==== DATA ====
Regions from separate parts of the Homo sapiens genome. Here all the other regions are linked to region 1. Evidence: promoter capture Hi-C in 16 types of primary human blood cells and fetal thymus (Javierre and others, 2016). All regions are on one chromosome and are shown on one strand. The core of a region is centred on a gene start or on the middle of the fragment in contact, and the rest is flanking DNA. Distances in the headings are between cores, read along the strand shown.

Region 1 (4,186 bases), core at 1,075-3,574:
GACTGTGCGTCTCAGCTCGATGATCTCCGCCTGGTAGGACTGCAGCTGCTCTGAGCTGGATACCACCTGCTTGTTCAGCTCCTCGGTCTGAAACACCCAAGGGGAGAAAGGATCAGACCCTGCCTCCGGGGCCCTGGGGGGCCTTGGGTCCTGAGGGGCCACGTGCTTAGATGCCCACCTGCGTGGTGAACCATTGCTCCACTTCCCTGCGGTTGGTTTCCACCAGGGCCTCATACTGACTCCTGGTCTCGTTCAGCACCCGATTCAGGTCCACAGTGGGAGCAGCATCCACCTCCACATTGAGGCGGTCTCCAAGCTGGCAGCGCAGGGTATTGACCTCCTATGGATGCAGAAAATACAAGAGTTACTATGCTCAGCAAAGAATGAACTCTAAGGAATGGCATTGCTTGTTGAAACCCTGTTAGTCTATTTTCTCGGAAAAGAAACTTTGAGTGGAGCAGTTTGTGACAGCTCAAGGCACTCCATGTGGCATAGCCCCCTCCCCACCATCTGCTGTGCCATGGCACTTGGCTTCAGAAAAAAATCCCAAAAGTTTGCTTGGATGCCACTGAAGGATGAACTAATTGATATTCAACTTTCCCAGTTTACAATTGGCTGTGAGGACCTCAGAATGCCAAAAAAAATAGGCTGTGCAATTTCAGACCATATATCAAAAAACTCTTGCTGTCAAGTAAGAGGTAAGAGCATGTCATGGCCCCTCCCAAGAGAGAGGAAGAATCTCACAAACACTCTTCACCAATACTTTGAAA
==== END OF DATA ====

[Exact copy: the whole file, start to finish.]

Regions from separate parts of the Homo sapiens genome. Here all the other regions are linked to region 1. Evidence: promoter capture Hi-C in 16 types of primary human blood cells and fetal thymus (Javierre and others, 2016). All regions are on one chromosome and are shown on one strand. The core of a region is centred on a gene start or on the middle of the fragment in contact, and the rest is flanking DNA. Distances in the headings are between cores, read along the strand shown.

Region 1 (4,186 bases), core at 1,075-3,574:
GACTGTGCGTCTCAGCTCGATGATCTCCGCCTGGTAGGACTGCAGCTGCTCTGAGCTGGATACCACCTGCTTGTTCAGCTCCTCGGTCTGAAACACCCAAGGGGAGAAAGGATCAGACCCTGCCTCCGGGGCCCTGGGGGGCCTTGGGTCCTGAGGGGCCACGTGCTTAGATGCCCACCTGCGTGGTGAACCATTGCTCCACTTCCCTGCGGTTGGTTTCCACCAGGGCCTCATACTGACTCCTGGTCTCGTTCAGCACCCGATTCAGGTCCACAGTGGGAGCAGCATCCACCTCCACATTGAGGCGGTCTCCAAGCTGGCAGCGCAGGGTATTGACCTCCTATGGATGCAGAAAATACAAGAGTTACTATGCTCAGCAAAGAATGAACTCTAAGGAATGGCATTGCTTGTTGAAACCCTGTTAGTCTATTTTCTCGGAAAAGAAACTTTGAGTGGAGCAGTTTGTGACAGCTCAAGGCACTCCATGTGGCATAGCCCCCTCCCCACCATCTGCTGTGCCATGGCACTTGGCTTCAGAAAAAAATCCCAAAAGTTTGCTTGGATGCCACTGAAGGATGAACTAATTGATATTCAACTTTCCCAGTTTACAATTGGCTGTGAGGACCTCAGAATGCCAAAAAAAATAGGCTGTGCAATTTCAGACCATATATCAAAAAACTCTTGCTGTCAAGTAAGAGGTAAGAGCATGTCATGGCCCCTCCCAAGAGAGAGGAAGAATCTCACAAACACTCTTCACCAATACTTTGAAA